Ducati and its embarrassment of the wealth of MotoGP riders


There was a point in 2020 when Ducati gave the impression that it had been made aware of contract negotiations for the 2021 MotoGP World Championship season.

He had missed the opportunity to hire Fabio Quartararo, Joan Mir and Alex Rins, Andrea Dovizioso walked away from the negotiating table and many felt he failed to score the open goal which was the title world in the absence of Marc Marquez.

Indeed, while Miller had already signed to the works squad long before the start of the delayed 2020 MotoGP season, Ducati gave the impression that he was not entirely convinced that Bagnaia’s promotion from Pramac Racing was the right decision.

What a difference a year makes …

Having a forced hand may have seemed alien to a Ducati team used to getting what they want the moment they open their blank checkbook, but sticking to two proteges eager to impress, adding experience. to Johann Zarco and taking a kick out of youngsters Jorge Martin and Enea Bastianini was inspired.

Therefore, this allowed the team to focus on perfecting the clearly capable Ducati GP20 / GP21 package around riders well versed in the more controversial complexities of its setup, rather than getting a rider more ” determined ”to adapt, and the results speak for themselves.

With eight motorcycles – four GP22 and four GP21 – in his Armada for next year, that means Ducati is heading towards the 2022 MotoGP World Championship as a logical favorite to continue what he started in the second half of this year. season.

But with most of the scorching stretches there is often a storm to break up the heatwave and Ducati faces a headache when it comes to organizing their riders for 2023.

The hangover of a fantastic MotoGP season

I use the term “headache” loosely. Ducati would rather be in a situation where it is playing a game of chess with too many pieces than not enough. But that doesn’t mean he can’t afford to rest on his laurels.

To some extent, the success of Bagnaia in 2021 poses a problem for Ducati in 2022. There is no doubt that the talent of the Italian, although his first two seasons in MotoGP were peppered with enough drops in form and errors to justify what should have been a third season on the Vélo Pramac.

Then Dovizioso called for the resignation, and yet there was talk of promoting Zarco over Bagnaia. This never happened and Bagnaia rewarded the confidence shown by Ducati with a great year, a year which really gained momentum in the finals.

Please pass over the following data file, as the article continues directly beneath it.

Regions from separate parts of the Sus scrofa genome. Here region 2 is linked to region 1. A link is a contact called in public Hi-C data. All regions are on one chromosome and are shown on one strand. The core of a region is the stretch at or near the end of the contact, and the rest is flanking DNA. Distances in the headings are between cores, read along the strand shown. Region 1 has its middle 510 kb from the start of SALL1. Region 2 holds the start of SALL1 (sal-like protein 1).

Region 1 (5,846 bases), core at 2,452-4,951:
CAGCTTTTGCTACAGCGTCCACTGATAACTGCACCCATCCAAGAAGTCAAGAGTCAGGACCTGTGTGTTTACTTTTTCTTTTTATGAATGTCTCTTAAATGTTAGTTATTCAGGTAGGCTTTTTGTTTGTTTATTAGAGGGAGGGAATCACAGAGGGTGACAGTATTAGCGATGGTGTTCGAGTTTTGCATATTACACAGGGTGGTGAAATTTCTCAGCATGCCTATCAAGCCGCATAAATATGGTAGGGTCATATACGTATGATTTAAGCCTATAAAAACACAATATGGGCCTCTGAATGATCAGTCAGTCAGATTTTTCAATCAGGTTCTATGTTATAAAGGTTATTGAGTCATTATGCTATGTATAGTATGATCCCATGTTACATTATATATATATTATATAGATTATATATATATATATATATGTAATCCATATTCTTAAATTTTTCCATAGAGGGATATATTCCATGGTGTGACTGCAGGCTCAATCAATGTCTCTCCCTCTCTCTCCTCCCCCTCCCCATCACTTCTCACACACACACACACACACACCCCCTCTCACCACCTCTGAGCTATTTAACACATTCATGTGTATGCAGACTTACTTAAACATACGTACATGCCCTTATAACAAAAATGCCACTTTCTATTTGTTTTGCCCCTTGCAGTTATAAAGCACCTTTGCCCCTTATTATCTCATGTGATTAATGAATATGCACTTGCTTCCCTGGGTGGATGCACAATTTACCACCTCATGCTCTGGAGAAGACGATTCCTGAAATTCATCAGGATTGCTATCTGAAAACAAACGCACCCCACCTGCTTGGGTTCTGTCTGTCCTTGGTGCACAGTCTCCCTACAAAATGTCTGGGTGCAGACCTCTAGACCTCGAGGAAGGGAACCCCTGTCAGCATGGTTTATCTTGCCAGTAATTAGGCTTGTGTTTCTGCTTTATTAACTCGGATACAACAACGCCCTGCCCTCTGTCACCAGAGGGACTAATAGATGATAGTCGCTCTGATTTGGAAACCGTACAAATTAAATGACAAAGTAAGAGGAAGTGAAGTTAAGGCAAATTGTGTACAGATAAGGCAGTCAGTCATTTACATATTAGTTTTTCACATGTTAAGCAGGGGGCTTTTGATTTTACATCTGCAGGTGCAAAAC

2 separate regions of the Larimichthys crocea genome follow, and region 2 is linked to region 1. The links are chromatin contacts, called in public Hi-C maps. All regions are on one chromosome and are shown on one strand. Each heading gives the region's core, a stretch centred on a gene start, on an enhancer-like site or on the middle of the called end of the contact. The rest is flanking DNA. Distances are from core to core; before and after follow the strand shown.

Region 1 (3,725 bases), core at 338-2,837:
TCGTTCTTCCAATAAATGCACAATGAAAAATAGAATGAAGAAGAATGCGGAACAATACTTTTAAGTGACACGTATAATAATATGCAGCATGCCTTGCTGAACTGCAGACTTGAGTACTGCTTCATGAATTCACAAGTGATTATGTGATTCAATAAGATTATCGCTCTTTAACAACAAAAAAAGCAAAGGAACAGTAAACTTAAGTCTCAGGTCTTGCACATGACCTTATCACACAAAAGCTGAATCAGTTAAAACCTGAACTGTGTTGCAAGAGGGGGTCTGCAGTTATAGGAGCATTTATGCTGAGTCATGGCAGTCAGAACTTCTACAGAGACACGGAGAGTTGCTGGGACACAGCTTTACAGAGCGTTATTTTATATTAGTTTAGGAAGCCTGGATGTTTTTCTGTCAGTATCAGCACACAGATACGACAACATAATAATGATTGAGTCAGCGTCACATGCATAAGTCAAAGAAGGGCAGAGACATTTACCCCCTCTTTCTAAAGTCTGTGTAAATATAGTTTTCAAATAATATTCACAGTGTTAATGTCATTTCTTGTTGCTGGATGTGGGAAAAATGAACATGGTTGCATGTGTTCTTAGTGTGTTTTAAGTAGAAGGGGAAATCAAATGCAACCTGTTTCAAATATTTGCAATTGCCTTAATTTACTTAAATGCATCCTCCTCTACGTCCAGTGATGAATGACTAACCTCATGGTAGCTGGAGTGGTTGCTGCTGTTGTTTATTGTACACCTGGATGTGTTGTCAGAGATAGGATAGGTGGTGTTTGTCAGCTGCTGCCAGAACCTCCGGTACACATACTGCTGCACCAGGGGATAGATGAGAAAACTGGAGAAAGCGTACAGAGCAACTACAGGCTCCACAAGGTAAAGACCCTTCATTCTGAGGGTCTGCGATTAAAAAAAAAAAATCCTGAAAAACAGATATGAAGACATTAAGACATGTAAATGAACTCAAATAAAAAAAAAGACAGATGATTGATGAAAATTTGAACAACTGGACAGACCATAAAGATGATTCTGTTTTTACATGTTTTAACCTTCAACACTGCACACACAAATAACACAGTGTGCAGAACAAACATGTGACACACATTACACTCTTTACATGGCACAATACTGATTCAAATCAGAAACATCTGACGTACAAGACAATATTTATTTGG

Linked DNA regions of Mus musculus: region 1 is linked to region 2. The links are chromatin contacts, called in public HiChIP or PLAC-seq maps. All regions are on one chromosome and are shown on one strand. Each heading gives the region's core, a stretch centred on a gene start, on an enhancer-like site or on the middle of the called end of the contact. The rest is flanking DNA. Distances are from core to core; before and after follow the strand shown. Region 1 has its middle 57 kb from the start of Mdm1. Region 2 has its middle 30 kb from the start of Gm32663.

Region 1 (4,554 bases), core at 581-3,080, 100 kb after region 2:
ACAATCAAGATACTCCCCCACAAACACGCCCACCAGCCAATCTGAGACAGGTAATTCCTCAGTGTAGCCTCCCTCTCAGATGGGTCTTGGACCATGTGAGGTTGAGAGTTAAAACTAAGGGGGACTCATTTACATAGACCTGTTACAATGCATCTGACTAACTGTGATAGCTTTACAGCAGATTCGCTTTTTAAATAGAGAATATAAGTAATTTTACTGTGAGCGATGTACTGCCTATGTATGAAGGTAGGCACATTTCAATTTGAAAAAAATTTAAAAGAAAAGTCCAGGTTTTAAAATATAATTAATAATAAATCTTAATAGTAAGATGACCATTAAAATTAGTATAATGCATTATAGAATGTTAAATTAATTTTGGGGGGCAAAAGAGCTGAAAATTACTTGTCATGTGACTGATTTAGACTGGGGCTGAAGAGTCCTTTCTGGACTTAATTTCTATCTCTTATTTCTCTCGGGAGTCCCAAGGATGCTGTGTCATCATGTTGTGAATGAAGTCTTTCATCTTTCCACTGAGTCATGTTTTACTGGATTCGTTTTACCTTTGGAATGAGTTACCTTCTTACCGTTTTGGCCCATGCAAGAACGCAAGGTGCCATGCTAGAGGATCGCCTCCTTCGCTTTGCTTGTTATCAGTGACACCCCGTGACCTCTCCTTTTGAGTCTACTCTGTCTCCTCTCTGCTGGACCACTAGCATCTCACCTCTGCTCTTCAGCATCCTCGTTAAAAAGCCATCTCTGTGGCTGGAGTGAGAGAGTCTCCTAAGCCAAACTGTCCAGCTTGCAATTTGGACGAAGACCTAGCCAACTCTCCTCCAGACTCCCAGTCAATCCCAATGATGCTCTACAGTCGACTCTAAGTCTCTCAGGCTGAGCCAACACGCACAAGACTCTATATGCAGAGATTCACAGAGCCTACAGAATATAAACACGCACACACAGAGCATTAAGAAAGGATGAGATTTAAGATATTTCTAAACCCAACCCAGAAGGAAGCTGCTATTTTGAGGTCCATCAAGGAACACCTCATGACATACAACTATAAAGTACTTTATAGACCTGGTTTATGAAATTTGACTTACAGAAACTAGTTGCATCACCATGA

Look at it from a more cynical perspective and Ducati should have won the 2021 MotoGP World Championship against Fabio Quartararo and Yamaha. Bagnaia spoiled two crucial wins at Mugello and Misano, while his qualifying performances at the start of the year left a lot to be desired.

Then again, it is the measure of the rider who not only rebounded from these potentially season-defining mistakes but did so with interest, his wins at Aragon and Misano (Pt.1) under intense pressure some of the best. performance. of recent years.

However, as I hinted at earlier, it was this continuation of Miller and Bagnaia – albeit in different colors – that helped Ducati turn the GP21 into the bike it has been trying to build for years.

There is no doubt that the Ducati is a straight-line rocket, but its shortcomings in braking and cornering negated that strength. Miller and Bagnaia, plus Zarco and of course Michele Pirro, hit each other in 2021, taking advantage of the technical freeze to allow themselves the option of simply modifying and testing those weaknesses without harming the strengths.

This probably wouldn’t have happened if Mir, Rins or Quartararo had come on board… just ask Jorge Lorenzo, Valentino Rossi and Cal Crutchlow.

Dive into the Ducati MotoGP talent pool

The MotoGP 2022 season is far from the start, but now is the time for managers to earn their 15% with negotiations for 2023 starting in earnest.

This poses a problem for Ducati. If Bagnaia is sure to stick with Ducati for 2023 and beyond, then things are a bit more uncertain in a Ducati talent pool that will face two more riders in 2022.